The Educator's Notebook

A weekly collection of education-related news from around the web.

Topic: cognitive science

ADOLESCENCE

ARTS

ASSESSMENT

ATHLETICS

BEST

BRAIN

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COGNITIVE SCIENCE

CREATIVITY

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HIGHER ED

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PEDAGOGY

READING/WRITING

SELECT

SOCIAL MEDIA

    • New York Times
    • 10/20/17
    Ideological leanings and viewing choices are conscious, downstream factors that come into play only after automatic cognitive biases have already had their way, abetted by the algorithms and social nature of digital interactions.”

STEM

    • Behavioral Scientist
    • 12/15/23
    “We ascribe meaning too readily to the clustering that randomness produces, and, consequently, we deduce that there is some generative force behind the pattern. We are hardwired to do this.”
    • William Chase
    • 03/31/20
    “Why haven’t I joined the throng of folks making charts, maps, dashboards, trackers, and models of COVID19? Two reasons: (1) I dislike reporting breaking news, and (2) I believe this is a case of “the more you know, the more you realize you don’t know” (a.k.a. the Dunning-Kruger effect, see chart below). So, I decided […]
    • Psychology Today
    • 08/18/18
    Routine practice and drilling—especially when coupled with corrective feedback and ambitious but attainable goal-setting—should help students learn better. Such distributed practice is “necessary if not sufficient for acquiring expertise.” Procedural fluency and conceptual understanding influence each other bidirectionally over time.”
    • New York Times
    • 08/26/17
    • New York Magazine
    • 09/21/16

TECH

VISUAL DESIGN

    • William Chase
    • 03/31/20
    “Why haven’t I joined the throng of folks making charts, maps, dashboards, trackers, and models of COVID19? Two reasons: (1) I dislike reporting breaking news, and (2) I believe this is a case of “the more you know, the more you realize you don’t know” (a.k.a. the Dunning-Kruger effect, see chart below). So, I decided […]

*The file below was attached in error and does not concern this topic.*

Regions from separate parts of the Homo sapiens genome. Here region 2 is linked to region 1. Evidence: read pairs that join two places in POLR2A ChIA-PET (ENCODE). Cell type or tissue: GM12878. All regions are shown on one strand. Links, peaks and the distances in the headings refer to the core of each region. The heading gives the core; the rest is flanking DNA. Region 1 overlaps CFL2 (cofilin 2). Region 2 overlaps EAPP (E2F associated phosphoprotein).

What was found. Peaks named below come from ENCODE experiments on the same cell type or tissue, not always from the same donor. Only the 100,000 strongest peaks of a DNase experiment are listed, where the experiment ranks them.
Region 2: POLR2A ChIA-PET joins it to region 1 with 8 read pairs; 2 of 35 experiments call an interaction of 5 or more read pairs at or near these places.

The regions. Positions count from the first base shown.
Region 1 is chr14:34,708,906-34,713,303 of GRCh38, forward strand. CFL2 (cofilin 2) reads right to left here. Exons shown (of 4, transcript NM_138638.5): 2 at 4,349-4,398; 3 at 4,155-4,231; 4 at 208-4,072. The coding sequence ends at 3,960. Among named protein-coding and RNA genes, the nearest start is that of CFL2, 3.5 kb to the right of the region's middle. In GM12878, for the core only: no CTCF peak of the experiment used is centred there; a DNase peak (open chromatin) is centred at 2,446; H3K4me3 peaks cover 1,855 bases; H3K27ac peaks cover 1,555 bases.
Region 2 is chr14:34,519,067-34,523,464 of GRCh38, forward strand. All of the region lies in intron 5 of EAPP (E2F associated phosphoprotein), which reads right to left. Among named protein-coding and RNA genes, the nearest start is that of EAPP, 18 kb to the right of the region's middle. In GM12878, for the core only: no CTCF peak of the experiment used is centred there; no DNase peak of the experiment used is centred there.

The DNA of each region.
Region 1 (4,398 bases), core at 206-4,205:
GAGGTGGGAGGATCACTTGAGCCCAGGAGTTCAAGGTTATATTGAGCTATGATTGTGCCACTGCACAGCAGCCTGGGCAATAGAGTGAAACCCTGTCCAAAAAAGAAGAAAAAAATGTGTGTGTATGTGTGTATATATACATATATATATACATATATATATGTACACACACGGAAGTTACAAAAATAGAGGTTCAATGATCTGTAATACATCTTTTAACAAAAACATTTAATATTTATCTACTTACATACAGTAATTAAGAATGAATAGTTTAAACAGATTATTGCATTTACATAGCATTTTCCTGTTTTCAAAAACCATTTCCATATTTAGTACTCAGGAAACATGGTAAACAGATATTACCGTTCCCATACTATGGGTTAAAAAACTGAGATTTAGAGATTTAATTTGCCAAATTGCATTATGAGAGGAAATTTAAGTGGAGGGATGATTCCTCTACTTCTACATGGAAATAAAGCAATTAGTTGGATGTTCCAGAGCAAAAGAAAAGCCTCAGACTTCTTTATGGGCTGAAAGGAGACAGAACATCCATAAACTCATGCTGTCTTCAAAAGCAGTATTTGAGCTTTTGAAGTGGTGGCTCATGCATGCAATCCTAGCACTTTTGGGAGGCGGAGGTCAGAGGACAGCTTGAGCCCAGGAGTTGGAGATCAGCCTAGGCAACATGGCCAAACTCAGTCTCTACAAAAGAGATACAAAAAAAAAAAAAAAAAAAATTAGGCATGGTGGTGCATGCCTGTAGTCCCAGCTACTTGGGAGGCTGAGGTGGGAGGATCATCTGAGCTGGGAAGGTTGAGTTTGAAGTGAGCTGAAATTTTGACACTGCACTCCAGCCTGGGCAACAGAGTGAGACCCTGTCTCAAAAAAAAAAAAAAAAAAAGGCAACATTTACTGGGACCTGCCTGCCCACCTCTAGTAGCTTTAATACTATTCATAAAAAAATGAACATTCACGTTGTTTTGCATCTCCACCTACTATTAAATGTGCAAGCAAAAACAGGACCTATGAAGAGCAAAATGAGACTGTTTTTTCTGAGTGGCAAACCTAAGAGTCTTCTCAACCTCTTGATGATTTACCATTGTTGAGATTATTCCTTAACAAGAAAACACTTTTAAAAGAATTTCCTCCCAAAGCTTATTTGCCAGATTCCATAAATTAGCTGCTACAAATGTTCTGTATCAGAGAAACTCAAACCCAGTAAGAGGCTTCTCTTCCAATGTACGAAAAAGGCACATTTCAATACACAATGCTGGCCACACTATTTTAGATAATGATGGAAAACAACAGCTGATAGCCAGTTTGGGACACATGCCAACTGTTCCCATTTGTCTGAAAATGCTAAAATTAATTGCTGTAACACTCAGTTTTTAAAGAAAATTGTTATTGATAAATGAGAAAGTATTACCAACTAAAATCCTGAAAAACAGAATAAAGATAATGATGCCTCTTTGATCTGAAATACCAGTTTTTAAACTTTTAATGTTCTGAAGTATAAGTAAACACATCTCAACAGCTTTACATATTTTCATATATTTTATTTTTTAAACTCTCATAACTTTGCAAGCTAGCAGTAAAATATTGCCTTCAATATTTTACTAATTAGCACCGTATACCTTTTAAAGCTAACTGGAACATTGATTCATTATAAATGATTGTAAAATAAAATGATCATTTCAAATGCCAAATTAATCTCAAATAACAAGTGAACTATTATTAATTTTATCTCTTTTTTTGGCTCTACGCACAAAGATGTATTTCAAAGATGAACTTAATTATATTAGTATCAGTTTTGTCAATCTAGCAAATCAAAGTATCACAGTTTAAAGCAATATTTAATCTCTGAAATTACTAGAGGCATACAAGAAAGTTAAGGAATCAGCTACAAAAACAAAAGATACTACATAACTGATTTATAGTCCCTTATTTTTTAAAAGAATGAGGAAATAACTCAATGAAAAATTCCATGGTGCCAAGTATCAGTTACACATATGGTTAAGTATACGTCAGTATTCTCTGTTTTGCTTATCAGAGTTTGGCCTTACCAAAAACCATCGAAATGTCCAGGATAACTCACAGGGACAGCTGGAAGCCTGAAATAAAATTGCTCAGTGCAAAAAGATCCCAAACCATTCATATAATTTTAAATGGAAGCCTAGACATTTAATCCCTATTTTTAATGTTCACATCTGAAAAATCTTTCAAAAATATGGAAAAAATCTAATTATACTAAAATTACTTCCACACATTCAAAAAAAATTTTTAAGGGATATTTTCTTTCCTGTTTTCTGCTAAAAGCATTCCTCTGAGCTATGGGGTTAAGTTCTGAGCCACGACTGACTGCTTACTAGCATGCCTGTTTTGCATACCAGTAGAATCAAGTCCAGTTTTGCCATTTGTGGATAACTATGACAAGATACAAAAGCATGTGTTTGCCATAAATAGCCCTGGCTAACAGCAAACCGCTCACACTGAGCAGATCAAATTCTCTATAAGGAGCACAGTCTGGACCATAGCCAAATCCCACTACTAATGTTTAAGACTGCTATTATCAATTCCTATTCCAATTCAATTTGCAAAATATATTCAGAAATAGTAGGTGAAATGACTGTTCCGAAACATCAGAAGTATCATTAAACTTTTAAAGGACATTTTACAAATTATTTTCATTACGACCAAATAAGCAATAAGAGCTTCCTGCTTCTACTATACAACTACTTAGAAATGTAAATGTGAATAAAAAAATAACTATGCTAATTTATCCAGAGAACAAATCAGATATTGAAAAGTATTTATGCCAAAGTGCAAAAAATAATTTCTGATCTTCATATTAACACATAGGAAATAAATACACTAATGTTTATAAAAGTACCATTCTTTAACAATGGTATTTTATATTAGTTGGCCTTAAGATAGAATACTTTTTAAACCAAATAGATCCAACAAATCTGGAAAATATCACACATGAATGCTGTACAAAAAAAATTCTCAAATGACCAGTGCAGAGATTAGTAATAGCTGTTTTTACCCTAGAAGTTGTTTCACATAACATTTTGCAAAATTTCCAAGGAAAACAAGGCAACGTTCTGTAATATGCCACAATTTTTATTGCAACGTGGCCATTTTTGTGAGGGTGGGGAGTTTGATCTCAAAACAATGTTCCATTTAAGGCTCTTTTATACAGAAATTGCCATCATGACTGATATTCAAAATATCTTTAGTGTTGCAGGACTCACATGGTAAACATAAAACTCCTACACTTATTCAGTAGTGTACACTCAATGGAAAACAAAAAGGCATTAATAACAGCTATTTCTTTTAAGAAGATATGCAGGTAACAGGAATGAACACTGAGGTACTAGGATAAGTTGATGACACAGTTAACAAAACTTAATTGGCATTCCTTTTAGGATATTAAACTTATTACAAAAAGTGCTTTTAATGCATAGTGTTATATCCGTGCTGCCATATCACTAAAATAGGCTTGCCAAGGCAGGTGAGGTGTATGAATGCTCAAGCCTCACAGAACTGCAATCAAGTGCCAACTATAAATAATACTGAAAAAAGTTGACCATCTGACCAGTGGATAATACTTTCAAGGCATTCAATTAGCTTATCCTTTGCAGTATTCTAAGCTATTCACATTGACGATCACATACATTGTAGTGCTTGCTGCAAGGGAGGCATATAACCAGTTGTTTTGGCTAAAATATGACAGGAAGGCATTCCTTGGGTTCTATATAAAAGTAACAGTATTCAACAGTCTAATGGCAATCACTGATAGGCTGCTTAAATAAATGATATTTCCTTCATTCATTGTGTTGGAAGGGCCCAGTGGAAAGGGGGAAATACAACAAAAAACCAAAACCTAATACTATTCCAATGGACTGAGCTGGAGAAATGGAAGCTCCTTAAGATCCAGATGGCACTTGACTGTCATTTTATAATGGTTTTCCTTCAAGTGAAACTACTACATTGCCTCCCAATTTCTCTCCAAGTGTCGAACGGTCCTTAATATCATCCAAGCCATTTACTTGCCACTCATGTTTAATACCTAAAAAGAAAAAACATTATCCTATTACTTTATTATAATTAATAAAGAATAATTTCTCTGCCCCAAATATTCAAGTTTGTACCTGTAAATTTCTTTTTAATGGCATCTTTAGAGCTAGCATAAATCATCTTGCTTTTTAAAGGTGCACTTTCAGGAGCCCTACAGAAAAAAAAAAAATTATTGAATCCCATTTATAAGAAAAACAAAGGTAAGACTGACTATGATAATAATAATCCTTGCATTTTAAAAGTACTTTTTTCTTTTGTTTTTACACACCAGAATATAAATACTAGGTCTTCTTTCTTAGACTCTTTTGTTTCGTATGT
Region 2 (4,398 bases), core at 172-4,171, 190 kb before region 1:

• Fast Company
    • 07/07/17
    We have both a “ventral” visual system that processes information such as shape and color and a “dorsal” spatial system that processes things like location and distance. When these two systems are prompted to work in concert—as the animated features of Prezi prompt them to do—it enhances our memory and comprehension.”

WORKPLACE

Issues

Every week I send out articles I encounter from around the web. Subject matter ranges from hard knowledge about teaching to research about creativity and cognitive science to stories from other industries that, by analogy, inform what we do as educators. This breadth helps us see our work in new ways.

Readers include teachers, school leaders, university overseers, conference organizers, think tank workers, startup founders, nonprofit leaders, and people who are simply interested in what’s happening in education. They say it helps them keep tabs on what matters most in the conversation surrounding schools, teaching, learning, and more.

Peter Nilsson

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